Geoscientists Found the Most Dangerous Part of a Famous West Coast Fault

By Nikk Ogasa.

The most destructive Cascadian earthquakes are likely to slam offshore of Washington state and Vancouver Island, new data reveal.

The Cascadia megathrust is a massive fault thought capable of generating devastating magnitude 9 earthquakes similar to the 2011 Tohoku temblor, but its structure has long eluded scientists. Now, data from the most comprehensive survey yet show that the fault is not a single, continuous fracture but comprised of at least four segments. The most dangerous appears to stretch from off the coast of southern Vancouver Island through Washington state, researchers report in the June 7 Science Advances.

“The Cascadia megathrust is a huge risk to people living in the Pacific Northwest,” says seismologist Edwin Nissen of the University of Victoria in British Columbia, who was not involved in the study. While the portion of the fault extending from near the island’s southwest coastline may be the most likely to host the largest earthquakes, he says, segments farther south along Oregon’s coast may be more likely to experience slightly smaller and more frequent temblors.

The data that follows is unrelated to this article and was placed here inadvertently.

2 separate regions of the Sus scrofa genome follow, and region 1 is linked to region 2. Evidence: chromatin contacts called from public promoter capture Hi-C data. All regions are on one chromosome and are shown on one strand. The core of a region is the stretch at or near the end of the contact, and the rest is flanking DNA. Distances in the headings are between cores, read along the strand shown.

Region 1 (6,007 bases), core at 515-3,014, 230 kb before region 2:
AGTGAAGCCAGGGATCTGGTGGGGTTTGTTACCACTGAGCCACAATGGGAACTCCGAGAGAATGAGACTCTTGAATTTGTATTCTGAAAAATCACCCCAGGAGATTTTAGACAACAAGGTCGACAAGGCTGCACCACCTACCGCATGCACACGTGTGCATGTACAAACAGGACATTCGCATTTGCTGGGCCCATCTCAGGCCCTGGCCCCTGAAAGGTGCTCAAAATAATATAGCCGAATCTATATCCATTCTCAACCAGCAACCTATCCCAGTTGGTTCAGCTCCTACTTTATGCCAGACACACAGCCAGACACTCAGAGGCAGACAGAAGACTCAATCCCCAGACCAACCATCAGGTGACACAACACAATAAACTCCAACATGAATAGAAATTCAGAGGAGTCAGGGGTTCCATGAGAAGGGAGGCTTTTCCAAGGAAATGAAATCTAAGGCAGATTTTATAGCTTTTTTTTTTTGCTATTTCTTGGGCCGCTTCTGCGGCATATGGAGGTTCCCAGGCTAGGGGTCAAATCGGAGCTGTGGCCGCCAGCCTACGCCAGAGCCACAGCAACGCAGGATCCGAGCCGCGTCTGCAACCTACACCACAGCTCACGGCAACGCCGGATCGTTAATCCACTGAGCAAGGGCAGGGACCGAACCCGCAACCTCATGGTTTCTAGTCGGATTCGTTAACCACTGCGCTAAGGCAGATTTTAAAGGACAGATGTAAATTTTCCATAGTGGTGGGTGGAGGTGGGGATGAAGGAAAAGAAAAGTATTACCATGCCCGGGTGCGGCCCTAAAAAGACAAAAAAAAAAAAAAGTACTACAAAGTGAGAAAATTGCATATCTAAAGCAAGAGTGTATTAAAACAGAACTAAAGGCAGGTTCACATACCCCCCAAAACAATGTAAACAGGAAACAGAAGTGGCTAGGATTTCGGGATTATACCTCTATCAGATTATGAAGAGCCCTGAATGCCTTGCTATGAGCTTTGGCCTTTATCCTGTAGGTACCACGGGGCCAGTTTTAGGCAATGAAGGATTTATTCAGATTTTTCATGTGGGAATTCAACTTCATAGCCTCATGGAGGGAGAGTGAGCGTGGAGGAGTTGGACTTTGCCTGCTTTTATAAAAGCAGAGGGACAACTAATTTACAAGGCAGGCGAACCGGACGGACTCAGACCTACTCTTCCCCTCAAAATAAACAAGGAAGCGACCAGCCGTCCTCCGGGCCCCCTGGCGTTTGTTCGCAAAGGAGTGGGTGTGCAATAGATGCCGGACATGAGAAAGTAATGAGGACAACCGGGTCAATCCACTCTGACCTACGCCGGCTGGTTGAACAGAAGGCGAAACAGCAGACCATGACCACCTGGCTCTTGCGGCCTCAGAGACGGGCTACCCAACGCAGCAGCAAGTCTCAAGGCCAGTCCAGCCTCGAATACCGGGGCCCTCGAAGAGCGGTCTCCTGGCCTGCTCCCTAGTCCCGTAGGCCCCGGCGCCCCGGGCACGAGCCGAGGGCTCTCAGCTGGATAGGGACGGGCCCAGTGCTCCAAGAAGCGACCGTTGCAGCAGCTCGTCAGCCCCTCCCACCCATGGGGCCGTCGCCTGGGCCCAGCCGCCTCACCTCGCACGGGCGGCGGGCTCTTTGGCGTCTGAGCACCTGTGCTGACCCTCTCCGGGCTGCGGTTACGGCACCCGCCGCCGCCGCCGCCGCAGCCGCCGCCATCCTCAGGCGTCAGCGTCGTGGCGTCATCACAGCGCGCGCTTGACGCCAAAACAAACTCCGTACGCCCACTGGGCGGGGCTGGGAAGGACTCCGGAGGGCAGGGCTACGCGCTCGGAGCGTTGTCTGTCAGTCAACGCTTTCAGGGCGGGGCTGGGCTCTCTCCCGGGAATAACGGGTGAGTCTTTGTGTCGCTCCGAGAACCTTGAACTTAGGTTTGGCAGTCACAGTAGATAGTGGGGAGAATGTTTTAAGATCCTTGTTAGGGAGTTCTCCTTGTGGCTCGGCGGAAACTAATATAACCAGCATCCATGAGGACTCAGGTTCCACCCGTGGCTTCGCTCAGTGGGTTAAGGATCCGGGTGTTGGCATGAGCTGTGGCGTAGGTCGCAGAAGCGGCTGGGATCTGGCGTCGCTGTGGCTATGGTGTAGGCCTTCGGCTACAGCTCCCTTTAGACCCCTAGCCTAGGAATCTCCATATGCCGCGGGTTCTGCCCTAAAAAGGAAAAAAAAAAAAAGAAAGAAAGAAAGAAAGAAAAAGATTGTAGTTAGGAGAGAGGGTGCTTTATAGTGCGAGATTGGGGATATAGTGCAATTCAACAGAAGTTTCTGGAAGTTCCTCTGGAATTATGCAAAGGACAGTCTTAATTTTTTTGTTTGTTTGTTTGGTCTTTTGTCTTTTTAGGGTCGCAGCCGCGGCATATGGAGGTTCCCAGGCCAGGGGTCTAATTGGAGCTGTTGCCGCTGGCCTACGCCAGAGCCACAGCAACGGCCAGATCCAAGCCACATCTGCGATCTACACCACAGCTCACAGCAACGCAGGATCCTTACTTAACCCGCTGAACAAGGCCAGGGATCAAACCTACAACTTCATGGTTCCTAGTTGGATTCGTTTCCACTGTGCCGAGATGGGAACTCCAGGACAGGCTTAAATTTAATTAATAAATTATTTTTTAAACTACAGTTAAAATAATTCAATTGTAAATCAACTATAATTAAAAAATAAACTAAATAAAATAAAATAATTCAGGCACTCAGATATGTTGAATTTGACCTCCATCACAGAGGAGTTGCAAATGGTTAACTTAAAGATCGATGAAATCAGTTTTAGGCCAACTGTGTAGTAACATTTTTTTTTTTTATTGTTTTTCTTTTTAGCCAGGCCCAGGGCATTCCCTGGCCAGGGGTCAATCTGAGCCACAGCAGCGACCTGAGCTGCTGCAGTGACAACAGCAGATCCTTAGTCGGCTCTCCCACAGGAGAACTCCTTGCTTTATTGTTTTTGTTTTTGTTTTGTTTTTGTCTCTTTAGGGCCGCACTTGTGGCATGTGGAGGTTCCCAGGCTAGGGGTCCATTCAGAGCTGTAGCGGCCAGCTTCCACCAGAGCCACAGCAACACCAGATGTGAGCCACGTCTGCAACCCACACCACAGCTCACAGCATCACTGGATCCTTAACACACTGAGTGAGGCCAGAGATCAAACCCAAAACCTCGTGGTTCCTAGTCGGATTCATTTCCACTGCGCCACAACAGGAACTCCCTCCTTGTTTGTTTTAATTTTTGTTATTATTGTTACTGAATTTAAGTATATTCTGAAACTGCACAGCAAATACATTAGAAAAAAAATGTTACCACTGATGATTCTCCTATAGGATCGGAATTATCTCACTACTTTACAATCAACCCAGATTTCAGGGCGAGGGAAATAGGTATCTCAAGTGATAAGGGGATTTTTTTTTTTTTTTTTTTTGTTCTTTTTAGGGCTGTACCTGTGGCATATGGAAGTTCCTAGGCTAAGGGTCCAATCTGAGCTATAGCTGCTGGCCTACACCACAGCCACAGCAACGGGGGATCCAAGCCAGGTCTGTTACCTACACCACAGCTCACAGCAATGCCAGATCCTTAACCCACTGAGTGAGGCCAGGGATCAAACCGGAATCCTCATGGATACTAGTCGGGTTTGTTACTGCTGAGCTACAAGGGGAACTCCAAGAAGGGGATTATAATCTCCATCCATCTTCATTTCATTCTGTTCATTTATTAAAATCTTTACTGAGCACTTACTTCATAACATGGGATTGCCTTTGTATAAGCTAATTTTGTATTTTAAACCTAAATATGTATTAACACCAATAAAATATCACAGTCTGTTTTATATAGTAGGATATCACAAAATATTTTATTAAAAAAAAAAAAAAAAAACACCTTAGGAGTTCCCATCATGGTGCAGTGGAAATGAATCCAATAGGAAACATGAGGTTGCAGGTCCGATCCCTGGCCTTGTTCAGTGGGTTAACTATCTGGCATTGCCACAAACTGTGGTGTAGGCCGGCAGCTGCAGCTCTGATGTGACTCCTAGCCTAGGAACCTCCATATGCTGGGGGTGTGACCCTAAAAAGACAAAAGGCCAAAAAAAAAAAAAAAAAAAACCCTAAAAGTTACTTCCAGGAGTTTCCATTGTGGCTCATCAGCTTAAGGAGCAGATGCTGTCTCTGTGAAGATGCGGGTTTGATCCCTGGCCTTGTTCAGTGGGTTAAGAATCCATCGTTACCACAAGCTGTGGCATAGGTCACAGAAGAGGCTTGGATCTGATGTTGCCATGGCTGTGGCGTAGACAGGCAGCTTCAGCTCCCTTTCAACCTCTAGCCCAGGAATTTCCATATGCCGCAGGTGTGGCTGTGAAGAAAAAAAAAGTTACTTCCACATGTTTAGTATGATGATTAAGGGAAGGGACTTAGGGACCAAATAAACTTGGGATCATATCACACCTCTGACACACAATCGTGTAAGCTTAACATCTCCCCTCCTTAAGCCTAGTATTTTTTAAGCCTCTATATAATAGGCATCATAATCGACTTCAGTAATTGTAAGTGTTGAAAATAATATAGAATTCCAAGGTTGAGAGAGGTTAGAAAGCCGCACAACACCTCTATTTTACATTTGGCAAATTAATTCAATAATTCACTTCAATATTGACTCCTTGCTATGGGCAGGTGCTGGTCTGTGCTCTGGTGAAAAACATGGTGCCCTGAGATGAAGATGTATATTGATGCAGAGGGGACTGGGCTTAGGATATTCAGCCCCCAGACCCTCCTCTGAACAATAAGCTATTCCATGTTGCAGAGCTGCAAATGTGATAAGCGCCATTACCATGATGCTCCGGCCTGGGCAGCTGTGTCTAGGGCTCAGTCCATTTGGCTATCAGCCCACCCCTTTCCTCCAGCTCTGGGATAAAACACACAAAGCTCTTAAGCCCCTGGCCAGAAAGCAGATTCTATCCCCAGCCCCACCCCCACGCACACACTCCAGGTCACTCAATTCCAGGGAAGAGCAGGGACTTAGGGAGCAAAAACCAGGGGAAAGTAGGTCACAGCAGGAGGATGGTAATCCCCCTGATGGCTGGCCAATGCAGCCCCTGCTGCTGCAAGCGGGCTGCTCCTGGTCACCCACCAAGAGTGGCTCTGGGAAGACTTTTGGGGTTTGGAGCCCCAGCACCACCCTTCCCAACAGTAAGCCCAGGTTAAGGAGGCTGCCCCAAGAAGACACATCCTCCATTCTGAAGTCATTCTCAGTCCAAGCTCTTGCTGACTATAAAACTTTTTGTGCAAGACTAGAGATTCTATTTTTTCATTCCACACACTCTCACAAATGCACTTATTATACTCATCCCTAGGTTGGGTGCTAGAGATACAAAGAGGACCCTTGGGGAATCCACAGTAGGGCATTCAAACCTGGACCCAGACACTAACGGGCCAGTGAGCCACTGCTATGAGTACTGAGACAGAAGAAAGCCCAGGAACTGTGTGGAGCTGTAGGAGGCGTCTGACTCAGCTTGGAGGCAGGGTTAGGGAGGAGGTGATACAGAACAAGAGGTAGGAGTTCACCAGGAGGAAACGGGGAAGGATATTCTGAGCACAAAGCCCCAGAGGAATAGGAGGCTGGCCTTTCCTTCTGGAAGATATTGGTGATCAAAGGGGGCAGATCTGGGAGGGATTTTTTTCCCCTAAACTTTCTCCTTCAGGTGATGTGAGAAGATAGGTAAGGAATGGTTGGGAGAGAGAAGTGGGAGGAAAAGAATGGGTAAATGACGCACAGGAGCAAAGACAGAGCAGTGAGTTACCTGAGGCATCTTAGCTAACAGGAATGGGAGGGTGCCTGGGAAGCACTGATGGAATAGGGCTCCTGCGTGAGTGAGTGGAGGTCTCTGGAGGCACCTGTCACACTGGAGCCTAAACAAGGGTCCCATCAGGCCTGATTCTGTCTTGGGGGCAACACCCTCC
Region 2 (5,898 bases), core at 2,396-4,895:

Megathrust faults occur where two tectonic plates converge, especially in places where one plate pushes under the other, which is called a subduction zone. The plates typically get stuck and periodically slip, releasing immense amounts of earthshaking energy. Such settings have generated the largest temblors in history, including the 2004 Sumatra quake (SN: 5/25/17).

Off the west coast of North America, the Cascadia megathrust follows the shoreline roughly 1000 kilometers from British Columbia to northern California. It is where the northeast-bound Juan de Fuca plate slides under the North American plate.

In the last 10,000 years, 19 quakes greater than magnitude 9 have rocked Cascadia. The most recent, a magnitude 9 that struck in 1700, dropped coastal forests into the tidal zone and fomented tsunami waves that reached Japan.